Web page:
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  #41  
Old Posted Jun 25, 2008, 5:02 PM
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I think its boxy and predictable, but beggars can't be choosers.

One more surface parking lot is history!!!

Plus, the pool area promises some new skyline views that I'll be interested to see.
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  #42  
Old Posted Jun 25, 2008, 5:17 PM
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Looks pretty good. See that view of the Weston Centre in the 2nd pic? I'm gonna miss that view
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  #43  
Old Posted Jun 25, 2008, 7:15 PM
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I like it, its a good addition to the density in that area. And it looks like it'll add more retail to that end of the Riverwalk, so that's a good thing too.
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  #44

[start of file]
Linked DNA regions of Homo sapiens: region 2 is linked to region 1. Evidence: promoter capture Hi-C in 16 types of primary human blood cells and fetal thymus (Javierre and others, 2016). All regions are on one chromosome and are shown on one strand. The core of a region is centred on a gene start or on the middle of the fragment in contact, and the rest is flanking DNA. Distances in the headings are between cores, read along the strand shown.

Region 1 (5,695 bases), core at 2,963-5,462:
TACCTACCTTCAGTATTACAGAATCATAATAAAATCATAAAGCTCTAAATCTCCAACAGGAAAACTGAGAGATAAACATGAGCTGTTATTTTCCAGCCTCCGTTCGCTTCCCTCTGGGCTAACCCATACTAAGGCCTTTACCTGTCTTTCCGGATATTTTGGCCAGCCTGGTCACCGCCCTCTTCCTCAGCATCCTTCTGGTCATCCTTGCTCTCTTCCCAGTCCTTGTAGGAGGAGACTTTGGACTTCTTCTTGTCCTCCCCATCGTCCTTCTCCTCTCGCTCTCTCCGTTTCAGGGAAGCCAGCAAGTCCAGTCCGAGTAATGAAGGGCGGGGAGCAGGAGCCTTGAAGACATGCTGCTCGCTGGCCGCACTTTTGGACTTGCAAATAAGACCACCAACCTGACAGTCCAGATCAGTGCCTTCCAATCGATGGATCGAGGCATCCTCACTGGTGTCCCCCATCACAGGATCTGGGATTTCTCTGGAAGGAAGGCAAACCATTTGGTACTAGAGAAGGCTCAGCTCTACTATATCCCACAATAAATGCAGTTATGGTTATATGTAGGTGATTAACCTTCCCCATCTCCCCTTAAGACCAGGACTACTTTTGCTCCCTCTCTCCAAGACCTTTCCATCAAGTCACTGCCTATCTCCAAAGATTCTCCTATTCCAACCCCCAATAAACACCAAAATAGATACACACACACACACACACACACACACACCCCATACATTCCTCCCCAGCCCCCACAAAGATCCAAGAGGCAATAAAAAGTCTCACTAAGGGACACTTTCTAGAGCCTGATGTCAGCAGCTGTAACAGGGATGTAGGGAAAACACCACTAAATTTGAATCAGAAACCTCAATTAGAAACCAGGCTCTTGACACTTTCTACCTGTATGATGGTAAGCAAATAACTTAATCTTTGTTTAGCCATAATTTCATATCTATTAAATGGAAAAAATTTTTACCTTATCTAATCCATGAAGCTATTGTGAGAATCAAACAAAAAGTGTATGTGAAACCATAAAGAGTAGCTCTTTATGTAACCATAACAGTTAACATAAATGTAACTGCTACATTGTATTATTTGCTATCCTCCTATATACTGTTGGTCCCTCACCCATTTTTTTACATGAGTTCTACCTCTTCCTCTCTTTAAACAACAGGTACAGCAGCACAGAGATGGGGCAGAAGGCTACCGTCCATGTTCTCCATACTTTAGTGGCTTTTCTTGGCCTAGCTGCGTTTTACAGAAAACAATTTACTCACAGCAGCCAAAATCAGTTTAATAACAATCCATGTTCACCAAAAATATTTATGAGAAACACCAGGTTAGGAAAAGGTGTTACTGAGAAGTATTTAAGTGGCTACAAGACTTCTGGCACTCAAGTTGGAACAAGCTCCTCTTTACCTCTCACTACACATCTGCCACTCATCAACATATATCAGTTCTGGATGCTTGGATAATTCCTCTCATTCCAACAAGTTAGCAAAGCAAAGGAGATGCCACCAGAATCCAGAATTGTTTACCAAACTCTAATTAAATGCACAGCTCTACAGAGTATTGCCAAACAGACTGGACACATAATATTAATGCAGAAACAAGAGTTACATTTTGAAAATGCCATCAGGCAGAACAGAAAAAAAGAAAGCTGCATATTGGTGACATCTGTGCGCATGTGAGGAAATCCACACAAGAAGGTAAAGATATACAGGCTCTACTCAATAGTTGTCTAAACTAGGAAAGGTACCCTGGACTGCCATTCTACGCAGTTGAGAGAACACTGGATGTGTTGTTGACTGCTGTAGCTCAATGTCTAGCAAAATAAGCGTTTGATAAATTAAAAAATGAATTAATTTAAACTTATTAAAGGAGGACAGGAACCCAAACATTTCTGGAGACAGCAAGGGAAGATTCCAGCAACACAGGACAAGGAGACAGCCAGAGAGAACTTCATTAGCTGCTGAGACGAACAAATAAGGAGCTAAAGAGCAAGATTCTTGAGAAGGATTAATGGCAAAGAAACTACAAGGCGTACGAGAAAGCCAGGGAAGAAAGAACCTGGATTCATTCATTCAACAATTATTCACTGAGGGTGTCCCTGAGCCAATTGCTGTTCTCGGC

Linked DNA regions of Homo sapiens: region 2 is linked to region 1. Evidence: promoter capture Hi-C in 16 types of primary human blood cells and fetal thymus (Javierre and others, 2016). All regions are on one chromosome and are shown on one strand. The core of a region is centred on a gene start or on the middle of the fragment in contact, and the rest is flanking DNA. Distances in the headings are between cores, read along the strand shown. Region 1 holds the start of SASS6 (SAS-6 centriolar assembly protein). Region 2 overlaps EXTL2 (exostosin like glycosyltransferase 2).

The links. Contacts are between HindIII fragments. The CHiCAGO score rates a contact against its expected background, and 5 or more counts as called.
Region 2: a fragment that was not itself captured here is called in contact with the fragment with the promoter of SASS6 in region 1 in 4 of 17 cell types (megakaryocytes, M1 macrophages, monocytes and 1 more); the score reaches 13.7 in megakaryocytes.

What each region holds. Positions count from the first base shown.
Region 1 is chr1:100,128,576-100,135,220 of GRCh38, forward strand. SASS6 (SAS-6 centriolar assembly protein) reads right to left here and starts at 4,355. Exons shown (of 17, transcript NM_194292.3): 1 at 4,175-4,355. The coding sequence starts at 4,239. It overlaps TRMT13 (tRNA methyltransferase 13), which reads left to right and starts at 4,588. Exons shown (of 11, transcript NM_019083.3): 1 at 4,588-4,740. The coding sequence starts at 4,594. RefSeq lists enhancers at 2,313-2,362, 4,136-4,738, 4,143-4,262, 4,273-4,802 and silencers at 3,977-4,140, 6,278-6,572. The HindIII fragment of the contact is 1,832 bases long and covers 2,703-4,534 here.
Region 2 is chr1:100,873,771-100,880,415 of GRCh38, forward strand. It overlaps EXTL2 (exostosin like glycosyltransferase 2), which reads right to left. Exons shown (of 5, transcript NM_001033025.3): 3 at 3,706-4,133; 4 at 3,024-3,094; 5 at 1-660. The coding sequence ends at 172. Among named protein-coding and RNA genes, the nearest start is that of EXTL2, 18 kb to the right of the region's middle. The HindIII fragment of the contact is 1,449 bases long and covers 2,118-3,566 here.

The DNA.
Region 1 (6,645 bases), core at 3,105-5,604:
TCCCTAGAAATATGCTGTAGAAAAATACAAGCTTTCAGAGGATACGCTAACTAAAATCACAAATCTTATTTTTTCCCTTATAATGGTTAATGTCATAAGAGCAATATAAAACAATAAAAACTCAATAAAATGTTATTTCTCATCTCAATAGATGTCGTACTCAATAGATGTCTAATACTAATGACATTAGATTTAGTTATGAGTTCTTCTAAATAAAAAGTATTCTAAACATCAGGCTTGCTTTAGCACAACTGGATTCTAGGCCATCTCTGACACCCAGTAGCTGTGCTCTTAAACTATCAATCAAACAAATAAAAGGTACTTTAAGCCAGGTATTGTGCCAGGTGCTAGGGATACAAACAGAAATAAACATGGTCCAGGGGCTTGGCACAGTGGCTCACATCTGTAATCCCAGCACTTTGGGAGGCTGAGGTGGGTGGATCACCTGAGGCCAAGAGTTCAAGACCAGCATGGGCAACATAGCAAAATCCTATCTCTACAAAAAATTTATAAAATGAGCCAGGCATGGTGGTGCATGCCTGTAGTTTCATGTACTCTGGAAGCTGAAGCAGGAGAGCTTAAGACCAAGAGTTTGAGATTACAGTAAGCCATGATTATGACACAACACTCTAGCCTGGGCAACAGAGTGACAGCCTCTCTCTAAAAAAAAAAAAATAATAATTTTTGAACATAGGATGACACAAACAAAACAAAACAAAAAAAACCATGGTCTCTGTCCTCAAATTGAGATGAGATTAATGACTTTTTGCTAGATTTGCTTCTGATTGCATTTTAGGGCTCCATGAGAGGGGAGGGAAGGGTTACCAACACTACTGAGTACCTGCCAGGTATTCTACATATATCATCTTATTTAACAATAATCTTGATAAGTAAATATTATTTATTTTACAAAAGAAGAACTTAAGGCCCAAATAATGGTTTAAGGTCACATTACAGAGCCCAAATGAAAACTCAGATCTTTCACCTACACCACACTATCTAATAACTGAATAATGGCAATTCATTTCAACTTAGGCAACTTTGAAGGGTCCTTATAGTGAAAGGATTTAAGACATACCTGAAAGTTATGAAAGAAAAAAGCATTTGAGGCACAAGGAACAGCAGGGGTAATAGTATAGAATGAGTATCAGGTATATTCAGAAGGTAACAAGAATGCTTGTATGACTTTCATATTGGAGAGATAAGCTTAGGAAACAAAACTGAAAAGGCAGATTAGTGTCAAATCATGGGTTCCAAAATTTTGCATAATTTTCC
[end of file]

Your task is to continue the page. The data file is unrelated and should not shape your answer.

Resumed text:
Old Posted Jun 25, 2008, 8:04 PM
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Wow i didnt know they started work on it. Thats kewl. Will be awesome in that location. True another parking lot put to dust...

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  #45  
Old Posted Jun 25, 2008, 8:45 PM
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Is it just me or does this rendering look backwards?

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  #46  
Old Posted Jun 25, 2008, 9:17 PM
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Originally Posted by JACKinNYC View Post
Is it just me or does this rendering look backwards?

looks odd, but that is it.

the river is on the right and the broad side of the building is set back, assumedly to provide more sunshine to the riverwalk (as per city regs), leaving it almost lurching backwards.
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  #47  
Old Posted Jun 26, 2008, 8:15 PM
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This article tells a little bit about the history of Embassy Suites in downtown, and also mentions the "proposed" Piazza San Lorenzo. Has PSL not been fully approved? This could explain the prolonged delay in its ground breaking. . .

~~~~

Work begins on River Walk Embassy Suites

Web Posted: 06/25/2008 10:11 PM CDT

By Creighton A. Welch